Both the slow response of signal pad 102 shown in FIG. 2 and the undershoot and bounce of the voltage on the signal pad 102 shown in FIG. 3 degrade the performance of and can cause errors in communication between chips. It is desirable to have a driver circuit which would both improve the speed of the response of the case represented in FIG. 2 and minimize the undershoot in the case represented by FIG. 3.
The present invention is an output driver for an integrated circuit. The present invention varies the impedance of the driver circuit based upon the output voltage level present on the output pad. Therefore, the output drive partially compensates for process variations and interconnect parasitic.
In the preferred embodiment this is accomplished by using two smaller FET's to pull the voltage of the driver output pad. One of the smaller FET's is controlled in the same manner as the single FET is controlled in earlier designs. That FET is simply turned on when the output is to be driven low and stays on. The other smaller FET is used to vary total impedance of the driver by using feedback from the signal pad to sense when pad voltage has reached a threshold level and to then turn off the second driver FET.
The foregoing and other objects, features and advantages of the present invention will become apparent from the following detailed description when taken in conjunction with the accompanying drawings.
FIG. 1 is a schematic diagram of a prior art driver circuit.
FIG. 2 is a timing diagram for the "slow" case for the circuit of FIG. 1.
FIG. 3 is a timing diagram of the "fast" case for the circuit of FIG. 1.
FIG. 4 is a block diagram of a preferred embodiment of the present invention and its operating environment.
FIG. 5 is a block diagram of a preferred embodiment of the present invention.
FIG. 6 is a schematic diagram of a preferred embodiment of the present invention.
FIG. 7 is a timing diagram of the slow case for the circuit of FIG. 6.
FIG. 8 is a timing diagram of the fast case for the circuit of FIG. 6.
FIG. 9 is a flow diagram of the operation of a preferred embodiment of the present invention.
FIG. 4 is a block diagram of an integrated circuit 402 which contains a preferred embodiment of the present invention. The box labeled CHIP LOGIC 404 indicates the circuitry of integrated circuit 402 excluding the driver circuit 406 and the signal pad 408. The signal pad 408 is connected to transmission line 410 via the packaging connection 412. The box labeled 414 represents the parasitic capacitance and inductance of the packaging connection 412 and any associated resistance. The box labeled 416 represents the characteristics of the transmission line 410. Transmission line 410 provides a signal path to the input of another integrated circuit or similar device to which integrated circuit 402 sends data.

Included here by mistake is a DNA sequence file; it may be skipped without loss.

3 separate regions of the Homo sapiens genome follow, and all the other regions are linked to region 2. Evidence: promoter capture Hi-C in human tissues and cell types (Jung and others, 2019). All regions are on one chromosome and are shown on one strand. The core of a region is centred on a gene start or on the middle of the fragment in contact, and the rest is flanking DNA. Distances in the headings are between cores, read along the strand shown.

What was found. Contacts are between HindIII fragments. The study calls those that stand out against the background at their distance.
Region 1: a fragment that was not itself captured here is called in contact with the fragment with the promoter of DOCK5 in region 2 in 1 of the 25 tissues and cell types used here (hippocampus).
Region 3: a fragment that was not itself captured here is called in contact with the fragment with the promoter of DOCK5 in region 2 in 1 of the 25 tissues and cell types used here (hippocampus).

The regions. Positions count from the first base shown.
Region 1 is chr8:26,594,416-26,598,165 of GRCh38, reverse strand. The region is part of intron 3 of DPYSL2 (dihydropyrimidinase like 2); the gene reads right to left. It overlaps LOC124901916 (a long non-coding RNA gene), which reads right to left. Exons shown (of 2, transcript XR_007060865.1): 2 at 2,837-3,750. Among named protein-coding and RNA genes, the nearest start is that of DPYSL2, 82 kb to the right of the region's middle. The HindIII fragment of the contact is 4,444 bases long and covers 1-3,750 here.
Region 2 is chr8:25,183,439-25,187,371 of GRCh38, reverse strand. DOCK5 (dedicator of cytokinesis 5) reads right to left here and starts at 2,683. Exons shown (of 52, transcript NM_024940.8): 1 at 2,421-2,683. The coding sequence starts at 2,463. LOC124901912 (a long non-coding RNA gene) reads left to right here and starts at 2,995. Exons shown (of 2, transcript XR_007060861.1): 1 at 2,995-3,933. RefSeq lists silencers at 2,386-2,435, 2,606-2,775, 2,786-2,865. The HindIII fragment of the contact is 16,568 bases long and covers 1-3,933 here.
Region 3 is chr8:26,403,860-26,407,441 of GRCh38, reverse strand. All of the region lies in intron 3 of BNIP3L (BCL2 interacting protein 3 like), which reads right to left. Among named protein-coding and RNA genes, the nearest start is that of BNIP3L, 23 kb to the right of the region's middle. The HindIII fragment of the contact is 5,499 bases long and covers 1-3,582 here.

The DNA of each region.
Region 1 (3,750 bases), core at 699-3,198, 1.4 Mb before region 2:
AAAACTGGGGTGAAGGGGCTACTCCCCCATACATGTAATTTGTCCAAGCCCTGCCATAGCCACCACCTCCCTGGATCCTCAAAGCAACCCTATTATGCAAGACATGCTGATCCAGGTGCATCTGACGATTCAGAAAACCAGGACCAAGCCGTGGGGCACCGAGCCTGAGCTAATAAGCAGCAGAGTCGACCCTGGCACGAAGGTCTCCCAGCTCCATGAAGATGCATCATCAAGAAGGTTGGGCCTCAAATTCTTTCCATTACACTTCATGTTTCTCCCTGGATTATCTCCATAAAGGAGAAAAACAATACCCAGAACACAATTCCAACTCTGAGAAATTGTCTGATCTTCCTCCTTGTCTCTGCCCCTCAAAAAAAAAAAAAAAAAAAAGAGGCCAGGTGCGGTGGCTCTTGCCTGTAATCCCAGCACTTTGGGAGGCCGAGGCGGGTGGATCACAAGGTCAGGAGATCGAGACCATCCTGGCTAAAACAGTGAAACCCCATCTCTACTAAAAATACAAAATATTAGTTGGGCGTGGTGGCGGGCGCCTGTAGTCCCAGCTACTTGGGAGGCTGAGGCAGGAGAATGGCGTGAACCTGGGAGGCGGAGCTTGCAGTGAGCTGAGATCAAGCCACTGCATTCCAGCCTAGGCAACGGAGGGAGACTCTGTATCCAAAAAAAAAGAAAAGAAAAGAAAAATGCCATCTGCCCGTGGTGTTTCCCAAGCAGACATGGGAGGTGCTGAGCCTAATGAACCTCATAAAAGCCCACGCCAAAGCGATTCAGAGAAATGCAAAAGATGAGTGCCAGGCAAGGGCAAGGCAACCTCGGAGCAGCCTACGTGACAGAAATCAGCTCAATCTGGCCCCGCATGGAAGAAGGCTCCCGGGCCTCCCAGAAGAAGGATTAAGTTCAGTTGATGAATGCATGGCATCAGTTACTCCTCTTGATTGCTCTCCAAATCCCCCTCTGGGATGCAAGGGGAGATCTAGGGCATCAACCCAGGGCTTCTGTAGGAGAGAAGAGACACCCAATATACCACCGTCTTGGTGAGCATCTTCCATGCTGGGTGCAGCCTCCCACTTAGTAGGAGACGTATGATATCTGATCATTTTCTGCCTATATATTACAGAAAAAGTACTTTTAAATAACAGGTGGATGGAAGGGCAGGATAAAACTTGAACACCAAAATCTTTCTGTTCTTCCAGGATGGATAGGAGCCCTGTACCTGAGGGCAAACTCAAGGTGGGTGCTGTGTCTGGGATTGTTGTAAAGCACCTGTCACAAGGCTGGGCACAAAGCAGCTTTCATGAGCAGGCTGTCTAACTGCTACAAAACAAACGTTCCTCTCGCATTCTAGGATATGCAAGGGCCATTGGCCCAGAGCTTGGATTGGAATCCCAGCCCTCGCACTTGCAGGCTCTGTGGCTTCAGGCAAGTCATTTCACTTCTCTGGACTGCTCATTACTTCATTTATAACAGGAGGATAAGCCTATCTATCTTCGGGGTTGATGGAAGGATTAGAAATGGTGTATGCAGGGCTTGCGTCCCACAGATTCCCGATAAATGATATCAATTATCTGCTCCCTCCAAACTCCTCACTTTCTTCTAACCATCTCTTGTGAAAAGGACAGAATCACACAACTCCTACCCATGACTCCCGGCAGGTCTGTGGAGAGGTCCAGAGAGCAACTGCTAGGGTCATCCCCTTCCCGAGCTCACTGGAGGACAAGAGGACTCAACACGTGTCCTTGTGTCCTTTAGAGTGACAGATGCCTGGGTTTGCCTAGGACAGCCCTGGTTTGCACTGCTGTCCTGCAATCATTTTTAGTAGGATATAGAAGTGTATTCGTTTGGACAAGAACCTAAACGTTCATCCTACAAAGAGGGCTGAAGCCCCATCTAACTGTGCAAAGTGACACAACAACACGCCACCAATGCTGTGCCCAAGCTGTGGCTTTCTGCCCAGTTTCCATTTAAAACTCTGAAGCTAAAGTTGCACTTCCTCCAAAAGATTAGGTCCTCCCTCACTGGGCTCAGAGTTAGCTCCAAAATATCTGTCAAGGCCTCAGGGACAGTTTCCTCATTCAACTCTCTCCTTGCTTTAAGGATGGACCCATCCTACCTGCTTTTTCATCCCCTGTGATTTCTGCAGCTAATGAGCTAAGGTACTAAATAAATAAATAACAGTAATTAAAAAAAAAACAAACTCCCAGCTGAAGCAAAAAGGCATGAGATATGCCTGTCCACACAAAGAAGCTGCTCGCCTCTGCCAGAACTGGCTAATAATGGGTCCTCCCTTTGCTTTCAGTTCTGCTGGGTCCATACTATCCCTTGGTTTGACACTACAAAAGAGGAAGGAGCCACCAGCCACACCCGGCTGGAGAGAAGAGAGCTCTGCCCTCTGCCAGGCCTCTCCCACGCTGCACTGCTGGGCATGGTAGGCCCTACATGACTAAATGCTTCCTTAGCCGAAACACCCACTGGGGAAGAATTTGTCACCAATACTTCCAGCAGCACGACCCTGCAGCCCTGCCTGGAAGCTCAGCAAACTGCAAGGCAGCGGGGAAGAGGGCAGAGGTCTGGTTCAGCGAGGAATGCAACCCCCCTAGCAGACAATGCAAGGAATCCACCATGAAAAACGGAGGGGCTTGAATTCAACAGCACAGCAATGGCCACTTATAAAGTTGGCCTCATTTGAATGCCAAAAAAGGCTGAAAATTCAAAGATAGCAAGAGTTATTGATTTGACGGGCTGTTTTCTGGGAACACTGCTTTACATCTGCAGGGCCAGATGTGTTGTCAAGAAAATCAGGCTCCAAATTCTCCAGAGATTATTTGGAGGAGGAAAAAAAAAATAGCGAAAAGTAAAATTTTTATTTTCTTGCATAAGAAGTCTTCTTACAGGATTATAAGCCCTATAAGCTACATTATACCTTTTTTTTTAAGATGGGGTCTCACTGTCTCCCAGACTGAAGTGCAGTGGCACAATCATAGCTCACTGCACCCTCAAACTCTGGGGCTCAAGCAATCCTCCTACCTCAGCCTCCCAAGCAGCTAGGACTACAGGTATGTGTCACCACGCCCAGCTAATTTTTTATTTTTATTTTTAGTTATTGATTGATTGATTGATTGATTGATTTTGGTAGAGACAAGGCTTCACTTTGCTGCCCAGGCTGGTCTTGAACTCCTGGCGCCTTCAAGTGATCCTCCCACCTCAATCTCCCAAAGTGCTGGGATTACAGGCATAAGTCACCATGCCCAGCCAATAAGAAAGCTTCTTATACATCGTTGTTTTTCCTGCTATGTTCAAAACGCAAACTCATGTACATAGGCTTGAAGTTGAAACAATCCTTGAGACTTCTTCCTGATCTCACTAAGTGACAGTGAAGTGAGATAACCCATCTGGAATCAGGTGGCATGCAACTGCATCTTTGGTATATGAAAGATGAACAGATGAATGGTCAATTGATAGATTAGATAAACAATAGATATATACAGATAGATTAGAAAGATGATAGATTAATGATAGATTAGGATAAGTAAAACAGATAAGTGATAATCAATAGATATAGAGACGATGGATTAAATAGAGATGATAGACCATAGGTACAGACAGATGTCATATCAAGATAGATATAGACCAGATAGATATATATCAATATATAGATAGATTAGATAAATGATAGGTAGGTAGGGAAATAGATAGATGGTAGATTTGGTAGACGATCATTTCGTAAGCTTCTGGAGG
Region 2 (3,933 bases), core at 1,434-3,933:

Driver circuit 406 receives inputs from chip logic 404. The inputs preferably include a clock signal and data to be transmitted or driven to pad 408. Chip logic 404 may also supply a tri-state signal to driver circuit 406. Driver circuit 406 drives a signal via line 418 through signal pad 408. The driver circuit receives a feedback signal over line 420 from signal pad 408.
FIG. 5 shows a preferred embodiment of the driver circuit, the signal pad and the associated interconnections in more detail. The control logic 502 receives the signals TRI-STATE CONTROL, DATA TO BE DRIVEN, and CLOCK from the chip logic 404 shown in FIG. 4. In a preferred embodiment of the present invention, the control logic 502 contains the logical circuit in the dashed box 125 in FIG. 1.
However, the control logic 502 could be implemented in various other ways and perform additional or different functions without departing from the scope and spirit of the present invention. For example, control logic 502 could be edge triggered, could operate as a static driver (operating without a clock), and/or could incorporate a multiplexer for multiplexing data. Control logic 502 could also receive and respond to inputs other than those shown and still operate within the scope of the present invention.
In a preferred embodiment of the present invention, control logic 502 implements the logic table shown below.